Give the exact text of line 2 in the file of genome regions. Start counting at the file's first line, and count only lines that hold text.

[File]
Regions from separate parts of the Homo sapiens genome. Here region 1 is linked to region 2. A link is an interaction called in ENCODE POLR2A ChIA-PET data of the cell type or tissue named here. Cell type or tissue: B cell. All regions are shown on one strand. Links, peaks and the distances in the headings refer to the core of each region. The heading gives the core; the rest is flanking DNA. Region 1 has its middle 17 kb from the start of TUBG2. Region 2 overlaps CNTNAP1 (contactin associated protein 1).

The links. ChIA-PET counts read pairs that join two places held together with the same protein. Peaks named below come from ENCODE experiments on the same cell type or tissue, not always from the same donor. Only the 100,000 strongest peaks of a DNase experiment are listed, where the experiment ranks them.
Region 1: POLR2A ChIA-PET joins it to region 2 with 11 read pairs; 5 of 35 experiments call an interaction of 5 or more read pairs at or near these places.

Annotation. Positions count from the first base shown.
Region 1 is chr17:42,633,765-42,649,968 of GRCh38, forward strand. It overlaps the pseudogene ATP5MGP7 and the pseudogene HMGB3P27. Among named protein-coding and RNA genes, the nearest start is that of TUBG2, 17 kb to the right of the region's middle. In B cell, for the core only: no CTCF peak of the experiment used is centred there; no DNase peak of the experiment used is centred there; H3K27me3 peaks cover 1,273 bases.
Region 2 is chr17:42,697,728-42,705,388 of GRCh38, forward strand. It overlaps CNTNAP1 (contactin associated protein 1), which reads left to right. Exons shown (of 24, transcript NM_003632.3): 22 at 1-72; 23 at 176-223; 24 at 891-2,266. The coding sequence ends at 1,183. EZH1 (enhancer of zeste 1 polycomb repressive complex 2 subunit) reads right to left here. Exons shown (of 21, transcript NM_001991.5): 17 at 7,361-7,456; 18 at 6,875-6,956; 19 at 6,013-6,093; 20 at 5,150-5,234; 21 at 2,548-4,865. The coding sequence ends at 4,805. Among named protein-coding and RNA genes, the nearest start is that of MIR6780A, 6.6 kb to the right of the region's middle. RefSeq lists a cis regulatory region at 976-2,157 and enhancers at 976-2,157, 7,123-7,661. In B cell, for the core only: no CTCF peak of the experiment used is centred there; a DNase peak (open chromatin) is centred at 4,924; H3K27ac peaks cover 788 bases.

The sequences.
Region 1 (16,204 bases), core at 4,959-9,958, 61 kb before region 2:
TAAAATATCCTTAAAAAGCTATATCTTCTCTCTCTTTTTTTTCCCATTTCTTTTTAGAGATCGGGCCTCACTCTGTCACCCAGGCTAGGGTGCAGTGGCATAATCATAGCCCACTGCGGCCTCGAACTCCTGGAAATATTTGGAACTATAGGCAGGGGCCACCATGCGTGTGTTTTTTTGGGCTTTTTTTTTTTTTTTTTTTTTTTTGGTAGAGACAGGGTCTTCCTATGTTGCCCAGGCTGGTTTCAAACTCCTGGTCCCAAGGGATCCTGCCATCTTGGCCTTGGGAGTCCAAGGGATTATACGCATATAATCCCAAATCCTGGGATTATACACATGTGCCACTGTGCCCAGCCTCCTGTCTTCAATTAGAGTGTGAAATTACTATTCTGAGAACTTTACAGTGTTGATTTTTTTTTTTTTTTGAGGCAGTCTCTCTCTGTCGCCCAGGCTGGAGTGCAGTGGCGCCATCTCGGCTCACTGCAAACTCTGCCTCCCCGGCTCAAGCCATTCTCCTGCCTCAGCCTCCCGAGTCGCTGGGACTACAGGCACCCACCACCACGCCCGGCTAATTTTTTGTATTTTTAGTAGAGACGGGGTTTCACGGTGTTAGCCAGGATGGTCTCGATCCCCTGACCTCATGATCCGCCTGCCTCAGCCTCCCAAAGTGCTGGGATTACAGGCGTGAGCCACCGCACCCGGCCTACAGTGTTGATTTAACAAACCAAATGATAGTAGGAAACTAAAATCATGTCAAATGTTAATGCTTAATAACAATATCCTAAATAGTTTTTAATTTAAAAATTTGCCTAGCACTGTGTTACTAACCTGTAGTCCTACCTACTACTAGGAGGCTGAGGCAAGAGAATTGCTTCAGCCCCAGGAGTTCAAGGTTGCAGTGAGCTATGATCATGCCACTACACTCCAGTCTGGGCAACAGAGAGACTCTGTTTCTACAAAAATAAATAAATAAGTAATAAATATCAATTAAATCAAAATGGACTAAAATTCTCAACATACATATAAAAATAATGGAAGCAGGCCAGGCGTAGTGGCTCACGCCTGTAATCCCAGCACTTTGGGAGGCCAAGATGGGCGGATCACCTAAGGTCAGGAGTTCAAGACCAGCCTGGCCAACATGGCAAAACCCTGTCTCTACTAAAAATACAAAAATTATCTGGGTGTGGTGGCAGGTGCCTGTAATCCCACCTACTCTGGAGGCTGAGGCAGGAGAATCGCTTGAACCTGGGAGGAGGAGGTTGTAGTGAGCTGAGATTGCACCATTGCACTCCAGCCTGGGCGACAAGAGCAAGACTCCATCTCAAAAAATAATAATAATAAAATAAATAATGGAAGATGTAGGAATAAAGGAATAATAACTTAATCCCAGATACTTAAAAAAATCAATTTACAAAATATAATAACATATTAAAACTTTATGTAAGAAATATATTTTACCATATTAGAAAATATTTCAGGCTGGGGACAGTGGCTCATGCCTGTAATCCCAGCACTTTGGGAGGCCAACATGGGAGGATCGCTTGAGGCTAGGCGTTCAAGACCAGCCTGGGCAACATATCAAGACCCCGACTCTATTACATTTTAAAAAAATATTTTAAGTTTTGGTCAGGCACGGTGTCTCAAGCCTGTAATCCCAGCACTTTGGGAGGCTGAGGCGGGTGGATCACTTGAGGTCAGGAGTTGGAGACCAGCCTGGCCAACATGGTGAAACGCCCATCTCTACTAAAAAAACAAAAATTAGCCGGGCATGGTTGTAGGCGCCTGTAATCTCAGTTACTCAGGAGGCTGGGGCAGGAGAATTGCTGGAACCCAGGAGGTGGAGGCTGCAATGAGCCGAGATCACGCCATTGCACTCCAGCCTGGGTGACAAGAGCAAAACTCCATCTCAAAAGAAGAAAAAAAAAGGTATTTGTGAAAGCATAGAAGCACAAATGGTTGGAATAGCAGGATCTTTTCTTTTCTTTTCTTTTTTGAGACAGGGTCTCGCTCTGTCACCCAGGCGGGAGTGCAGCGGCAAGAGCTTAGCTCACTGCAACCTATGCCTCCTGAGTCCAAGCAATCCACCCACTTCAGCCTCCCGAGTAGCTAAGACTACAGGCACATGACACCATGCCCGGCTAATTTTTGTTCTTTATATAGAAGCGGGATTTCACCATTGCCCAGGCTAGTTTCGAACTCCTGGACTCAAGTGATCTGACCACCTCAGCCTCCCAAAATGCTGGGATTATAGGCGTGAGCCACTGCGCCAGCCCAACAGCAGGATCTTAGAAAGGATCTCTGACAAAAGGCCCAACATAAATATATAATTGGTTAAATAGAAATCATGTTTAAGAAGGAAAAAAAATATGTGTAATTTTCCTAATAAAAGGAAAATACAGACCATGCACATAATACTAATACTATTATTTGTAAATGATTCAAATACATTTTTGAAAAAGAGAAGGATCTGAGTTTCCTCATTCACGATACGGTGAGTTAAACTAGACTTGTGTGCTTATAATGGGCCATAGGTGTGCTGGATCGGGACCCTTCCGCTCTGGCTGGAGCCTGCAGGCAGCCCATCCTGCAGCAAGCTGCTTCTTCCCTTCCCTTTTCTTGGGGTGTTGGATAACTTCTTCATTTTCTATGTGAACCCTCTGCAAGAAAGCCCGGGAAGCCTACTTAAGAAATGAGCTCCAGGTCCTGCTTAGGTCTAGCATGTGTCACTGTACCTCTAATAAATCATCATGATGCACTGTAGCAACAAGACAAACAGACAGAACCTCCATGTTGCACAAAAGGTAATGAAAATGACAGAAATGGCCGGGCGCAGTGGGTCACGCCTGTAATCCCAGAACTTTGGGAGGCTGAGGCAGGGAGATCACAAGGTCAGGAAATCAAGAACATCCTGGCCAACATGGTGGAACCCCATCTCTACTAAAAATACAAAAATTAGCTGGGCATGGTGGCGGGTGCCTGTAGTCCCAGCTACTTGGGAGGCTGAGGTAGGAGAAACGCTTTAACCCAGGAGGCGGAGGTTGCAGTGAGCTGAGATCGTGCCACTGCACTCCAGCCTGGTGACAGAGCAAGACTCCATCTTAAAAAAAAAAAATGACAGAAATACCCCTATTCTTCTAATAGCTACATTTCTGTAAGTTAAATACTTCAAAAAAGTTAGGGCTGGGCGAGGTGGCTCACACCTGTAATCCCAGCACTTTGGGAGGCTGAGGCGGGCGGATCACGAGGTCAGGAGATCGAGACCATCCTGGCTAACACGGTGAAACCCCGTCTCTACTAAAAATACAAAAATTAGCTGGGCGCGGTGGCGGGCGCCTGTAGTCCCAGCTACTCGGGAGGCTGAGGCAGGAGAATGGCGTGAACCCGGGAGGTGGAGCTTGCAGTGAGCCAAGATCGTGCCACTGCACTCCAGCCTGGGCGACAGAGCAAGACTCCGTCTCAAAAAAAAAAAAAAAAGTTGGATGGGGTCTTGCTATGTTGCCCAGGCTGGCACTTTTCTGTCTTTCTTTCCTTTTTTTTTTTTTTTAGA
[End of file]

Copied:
The links. ChIA-PET counts read pairs that join two places held together with the same protein. Peaks named below come from ENCODE experiments on the same cell type or tissue, not always from the same donor. Only the 100,000 strongest peaks of a DNase experiment are listed, where the experiment ranks them.